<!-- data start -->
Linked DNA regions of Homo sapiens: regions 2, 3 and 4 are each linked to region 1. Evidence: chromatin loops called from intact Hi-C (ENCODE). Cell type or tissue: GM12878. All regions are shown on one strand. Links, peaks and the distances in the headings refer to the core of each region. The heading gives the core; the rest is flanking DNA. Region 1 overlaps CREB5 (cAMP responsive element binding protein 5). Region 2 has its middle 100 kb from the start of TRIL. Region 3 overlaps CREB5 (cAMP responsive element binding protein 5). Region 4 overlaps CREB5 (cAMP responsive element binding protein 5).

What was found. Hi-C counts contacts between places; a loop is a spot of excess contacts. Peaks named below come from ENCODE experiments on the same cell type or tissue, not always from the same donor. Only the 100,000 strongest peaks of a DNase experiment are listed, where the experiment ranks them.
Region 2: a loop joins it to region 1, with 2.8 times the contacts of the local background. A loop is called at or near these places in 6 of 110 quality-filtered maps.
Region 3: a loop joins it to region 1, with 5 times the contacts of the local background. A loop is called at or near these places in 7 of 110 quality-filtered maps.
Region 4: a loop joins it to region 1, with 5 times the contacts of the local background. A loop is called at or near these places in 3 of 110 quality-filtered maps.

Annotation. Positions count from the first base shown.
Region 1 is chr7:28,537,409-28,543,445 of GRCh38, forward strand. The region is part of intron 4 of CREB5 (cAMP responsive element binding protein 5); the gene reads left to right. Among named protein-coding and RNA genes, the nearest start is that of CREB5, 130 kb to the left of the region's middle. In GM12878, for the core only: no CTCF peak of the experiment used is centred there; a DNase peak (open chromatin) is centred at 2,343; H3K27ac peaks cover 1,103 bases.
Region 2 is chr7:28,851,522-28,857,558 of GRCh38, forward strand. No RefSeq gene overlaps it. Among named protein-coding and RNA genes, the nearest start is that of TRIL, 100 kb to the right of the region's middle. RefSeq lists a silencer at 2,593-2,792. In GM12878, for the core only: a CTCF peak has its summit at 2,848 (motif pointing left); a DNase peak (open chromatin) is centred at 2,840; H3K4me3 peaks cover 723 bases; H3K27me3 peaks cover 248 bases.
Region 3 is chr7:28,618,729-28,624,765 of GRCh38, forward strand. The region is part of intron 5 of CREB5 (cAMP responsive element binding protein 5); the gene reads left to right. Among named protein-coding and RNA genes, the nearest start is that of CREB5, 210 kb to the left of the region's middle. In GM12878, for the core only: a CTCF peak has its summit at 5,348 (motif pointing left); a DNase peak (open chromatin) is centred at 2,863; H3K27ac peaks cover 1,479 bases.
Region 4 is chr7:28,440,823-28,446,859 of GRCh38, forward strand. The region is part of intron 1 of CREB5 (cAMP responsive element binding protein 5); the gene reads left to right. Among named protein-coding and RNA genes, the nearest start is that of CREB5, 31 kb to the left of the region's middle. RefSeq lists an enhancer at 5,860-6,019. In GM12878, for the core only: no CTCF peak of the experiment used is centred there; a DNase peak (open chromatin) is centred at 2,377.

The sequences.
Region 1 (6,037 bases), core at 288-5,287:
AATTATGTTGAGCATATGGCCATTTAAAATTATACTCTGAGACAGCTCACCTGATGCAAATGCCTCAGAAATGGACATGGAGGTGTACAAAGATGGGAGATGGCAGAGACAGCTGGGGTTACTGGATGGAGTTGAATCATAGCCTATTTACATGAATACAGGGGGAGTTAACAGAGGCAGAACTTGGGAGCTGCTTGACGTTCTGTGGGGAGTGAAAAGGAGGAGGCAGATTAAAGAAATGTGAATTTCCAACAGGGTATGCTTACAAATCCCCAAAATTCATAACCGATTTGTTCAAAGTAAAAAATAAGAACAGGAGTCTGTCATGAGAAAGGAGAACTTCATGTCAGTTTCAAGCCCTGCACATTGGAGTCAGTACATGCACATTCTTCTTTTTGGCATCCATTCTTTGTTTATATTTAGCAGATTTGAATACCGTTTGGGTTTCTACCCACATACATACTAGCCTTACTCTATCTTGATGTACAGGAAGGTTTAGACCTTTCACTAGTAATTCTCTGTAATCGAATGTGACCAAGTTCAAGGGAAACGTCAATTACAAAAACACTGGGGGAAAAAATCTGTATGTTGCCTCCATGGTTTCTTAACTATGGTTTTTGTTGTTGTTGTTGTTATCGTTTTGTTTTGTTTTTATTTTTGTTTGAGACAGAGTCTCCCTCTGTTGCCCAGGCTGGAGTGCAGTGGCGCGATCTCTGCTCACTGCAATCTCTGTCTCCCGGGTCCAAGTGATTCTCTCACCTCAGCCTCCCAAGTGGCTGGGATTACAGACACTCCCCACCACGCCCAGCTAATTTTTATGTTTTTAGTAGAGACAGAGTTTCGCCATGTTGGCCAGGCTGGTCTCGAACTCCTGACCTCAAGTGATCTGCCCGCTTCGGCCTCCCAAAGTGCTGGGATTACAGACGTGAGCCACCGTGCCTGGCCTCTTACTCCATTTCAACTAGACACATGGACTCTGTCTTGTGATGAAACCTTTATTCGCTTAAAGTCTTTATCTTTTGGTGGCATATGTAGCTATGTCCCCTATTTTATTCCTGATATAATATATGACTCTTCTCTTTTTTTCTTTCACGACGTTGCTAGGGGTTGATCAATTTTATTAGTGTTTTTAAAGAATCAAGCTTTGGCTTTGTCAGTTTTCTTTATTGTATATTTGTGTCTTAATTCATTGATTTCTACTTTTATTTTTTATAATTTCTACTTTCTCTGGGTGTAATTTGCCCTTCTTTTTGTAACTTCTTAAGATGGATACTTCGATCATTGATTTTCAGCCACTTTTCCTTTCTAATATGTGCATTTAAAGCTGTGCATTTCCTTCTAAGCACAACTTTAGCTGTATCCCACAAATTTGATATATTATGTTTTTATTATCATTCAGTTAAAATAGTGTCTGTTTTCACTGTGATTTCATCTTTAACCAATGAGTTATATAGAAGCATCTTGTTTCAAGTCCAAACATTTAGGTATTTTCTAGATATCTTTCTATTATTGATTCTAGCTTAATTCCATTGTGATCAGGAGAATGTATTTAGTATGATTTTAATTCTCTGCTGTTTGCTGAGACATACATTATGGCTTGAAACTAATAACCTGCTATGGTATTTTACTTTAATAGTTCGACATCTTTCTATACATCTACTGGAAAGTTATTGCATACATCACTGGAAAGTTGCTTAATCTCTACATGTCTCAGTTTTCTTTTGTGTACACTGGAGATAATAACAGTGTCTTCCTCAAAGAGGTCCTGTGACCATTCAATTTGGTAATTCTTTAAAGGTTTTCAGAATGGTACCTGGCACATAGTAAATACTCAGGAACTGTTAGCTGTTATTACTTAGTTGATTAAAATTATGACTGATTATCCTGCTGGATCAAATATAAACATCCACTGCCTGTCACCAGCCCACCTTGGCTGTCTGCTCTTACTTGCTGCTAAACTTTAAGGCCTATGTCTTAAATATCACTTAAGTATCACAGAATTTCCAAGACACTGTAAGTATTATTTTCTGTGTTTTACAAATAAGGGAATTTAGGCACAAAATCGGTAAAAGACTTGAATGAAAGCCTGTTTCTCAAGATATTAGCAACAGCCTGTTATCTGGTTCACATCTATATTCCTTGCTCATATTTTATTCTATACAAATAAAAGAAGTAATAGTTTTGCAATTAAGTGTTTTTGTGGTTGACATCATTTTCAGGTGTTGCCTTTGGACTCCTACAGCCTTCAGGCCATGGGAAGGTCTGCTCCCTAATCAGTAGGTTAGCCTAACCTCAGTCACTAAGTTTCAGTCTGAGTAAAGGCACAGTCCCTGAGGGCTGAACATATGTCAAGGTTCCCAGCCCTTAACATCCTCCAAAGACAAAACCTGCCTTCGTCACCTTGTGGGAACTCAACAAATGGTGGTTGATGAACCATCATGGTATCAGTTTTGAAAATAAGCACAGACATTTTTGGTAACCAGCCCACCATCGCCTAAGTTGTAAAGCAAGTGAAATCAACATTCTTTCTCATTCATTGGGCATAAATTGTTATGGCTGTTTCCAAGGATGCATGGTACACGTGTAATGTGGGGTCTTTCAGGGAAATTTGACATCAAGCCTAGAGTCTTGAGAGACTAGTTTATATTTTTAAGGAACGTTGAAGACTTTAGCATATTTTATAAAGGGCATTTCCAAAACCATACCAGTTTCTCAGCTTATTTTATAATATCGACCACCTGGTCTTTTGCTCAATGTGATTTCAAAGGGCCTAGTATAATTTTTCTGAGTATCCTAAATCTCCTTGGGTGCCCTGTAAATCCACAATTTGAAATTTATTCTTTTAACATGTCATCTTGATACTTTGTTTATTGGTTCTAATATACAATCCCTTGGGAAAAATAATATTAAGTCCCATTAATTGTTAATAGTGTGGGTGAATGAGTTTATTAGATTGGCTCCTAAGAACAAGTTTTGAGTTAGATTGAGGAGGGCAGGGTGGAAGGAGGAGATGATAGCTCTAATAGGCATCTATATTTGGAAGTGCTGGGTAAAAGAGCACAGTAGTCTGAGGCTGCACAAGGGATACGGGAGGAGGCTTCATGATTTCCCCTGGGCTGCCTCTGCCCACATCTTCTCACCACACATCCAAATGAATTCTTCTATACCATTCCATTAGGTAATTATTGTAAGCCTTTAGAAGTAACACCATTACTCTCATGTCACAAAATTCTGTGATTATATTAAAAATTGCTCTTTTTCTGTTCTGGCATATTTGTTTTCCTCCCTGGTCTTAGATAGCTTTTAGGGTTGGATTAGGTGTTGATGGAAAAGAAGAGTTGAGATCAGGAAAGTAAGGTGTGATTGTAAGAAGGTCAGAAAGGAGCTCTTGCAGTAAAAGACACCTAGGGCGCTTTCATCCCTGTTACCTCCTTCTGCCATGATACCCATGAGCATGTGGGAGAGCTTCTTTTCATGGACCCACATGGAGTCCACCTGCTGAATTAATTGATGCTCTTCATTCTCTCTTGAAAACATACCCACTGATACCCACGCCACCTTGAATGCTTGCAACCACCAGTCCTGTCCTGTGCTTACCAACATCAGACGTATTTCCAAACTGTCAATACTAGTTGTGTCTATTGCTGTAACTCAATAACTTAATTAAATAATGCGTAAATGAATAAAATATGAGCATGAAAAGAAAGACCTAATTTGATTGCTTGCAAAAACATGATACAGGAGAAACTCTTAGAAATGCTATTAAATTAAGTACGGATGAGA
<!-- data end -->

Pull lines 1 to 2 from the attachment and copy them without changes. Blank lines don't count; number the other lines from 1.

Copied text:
Linked DNA regions of Homo sapiens: regions 2, 3 and 4 are each linked to region 1. Evidence: chromatin loops called from intact Hi-C (ENCODE). Cell type or tissue: GM12878. All regions are shown on one strand. Links, peaks and the distances in the headings refer to the core of each region. The heading gives the core; the rest is flanking DNA. Region 1 overlaps CREB5 (cAMP responsive element binding protein 5). Region 2 has its middle 100 kb from the start of TRIL. Region 3 overlaps CREB5 (cAMP responsive element binding protein 5). Region 4 overlaps CREB5 (cAMP responsive element binding protein 5).

What was found. Hi-C counts contacts between places; a loop is a spot of excess contacts. Peaks named below come from ENCODE experiments on the same cell type or tissue, not always from the same donor. Only the 100,000 strongest peaks of a DNase experiment are listed, where the experiment ranks them.